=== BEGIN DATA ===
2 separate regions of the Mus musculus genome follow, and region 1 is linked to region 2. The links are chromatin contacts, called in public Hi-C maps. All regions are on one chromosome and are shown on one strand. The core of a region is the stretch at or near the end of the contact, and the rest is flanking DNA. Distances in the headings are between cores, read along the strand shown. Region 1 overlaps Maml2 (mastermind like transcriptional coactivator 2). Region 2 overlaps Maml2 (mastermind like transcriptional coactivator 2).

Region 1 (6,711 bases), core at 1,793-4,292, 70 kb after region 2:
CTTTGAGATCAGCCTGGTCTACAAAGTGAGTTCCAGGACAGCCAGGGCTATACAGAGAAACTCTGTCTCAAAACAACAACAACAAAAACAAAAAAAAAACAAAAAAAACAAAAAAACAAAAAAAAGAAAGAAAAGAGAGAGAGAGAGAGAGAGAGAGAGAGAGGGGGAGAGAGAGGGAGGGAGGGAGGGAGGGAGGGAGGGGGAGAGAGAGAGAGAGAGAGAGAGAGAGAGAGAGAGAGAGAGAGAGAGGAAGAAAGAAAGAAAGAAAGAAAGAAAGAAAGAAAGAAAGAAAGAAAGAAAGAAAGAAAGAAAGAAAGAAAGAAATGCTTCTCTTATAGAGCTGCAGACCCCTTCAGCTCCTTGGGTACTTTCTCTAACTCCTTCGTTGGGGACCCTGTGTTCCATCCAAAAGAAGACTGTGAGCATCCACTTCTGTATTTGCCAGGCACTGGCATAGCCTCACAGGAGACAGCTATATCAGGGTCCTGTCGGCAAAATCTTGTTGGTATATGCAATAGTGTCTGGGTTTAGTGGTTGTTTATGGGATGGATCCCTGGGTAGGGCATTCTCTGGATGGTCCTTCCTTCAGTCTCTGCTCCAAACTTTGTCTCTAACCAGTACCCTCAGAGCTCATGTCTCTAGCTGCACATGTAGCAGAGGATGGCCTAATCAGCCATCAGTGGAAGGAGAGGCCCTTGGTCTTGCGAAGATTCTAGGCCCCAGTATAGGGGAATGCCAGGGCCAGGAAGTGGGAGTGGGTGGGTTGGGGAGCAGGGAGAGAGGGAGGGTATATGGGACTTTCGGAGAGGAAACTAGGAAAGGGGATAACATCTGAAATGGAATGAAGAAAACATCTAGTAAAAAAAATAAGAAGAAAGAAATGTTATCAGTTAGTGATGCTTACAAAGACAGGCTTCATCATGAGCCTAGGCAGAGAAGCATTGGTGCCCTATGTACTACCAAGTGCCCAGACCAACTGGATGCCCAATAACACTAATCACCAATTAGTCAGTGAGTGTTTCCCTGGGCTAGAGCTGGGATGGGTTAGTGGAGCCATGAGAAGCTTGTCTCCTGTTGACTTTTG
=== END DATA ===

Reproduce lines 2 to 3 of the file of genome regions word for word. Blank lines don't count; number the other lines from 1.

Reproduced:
Region 1 (6,711 bases), core at 1,793-4,292, 70 kb after region 2:
CTTTGAGATCAGCCTGGTCTACAAAGTGAGTTCCAGGACAGCCAGGGCTATACAGAGAAACTCTGTCTCAAAACAACAACAACAAAAACAAAAAAAAAACAAAAAAAACAAAAAAACAAAAAAAAGAAAGAAAAGAGAGAGAGAGAGAGAGAGAGAGAGAGAGGGGGAGAGAGAGGGAGGGAGGGAGGGAGGGAGGGAGGGGGAGAGAGAGAGAGAGAGAGAGAGAGAGAGAGAGAGAGAGAGAGAGAGGAAGAAAGAAAGAAAGAAAGAAAGAAAGAAAGAAAGAAAGAAAGAAAGAAAGAAAGAAAGAAAGAAAGAAAGAAATGCTTCTCTTATAGAGCTGCAGACCCCTTCAGCTCCTTGGGTACTTTCTCTAACTCCTTCGTTGGGGACCCTGTGTTCCATCCAAAAGAAGACTGTGAGCATCCACTTCTGTATTTGCCAGGCACTGGCATAGCCTCACAGGAGACAGCTATATCAGGGTCCTGTCGGCAAAATCTTGTTGGTATATGCAATAGTGTCTGGGTTTAGTGGTTGTTTATGGGATGGATCCCTGGGTAGGGCATTCTCTGGATGGTCCTTCCTTCAGTCTCTGCTCCAAACTTTGTCTCTAACCAGTACCCTCAGAGCTCATGTCTCTAGCTGCACATGTAGCAGAGGATGGCCTAATCAGCCATCAGTGGAAGGAGAGGCCCTTGGTCTTGCGAAGATTCTAGGCCCCAGTATAGGGGAATGCCAGGGCCAGGAAGTGGGAGTGGGTGGGTTGGGGAGCAGGGAGAGAGGGAGGGTATATGGGACTTTCGGAGAGGAAACTAGGAAAGGGGATAACATCTGAAATGGAATGAAGAAAACATCTAGTAAAAAAAATAAGAAGAAAGAAATGTTATCAGTTAGTGATGCTTACAAAGACAGGCTTCATCATGAGCCTAGGCAGAGAAGCATTGGTGCCCTATGTACTACCAAGTGCCCAGACCAACTGGATGCCCAATAACACTAATCACCAATTAGTCAGTGAGTGTTTCCCTGGGCTAGAGCTGGGATGGGTTAGTGGAGCCATGAGAAGCTTGTCTCCTGTTGACTTTTG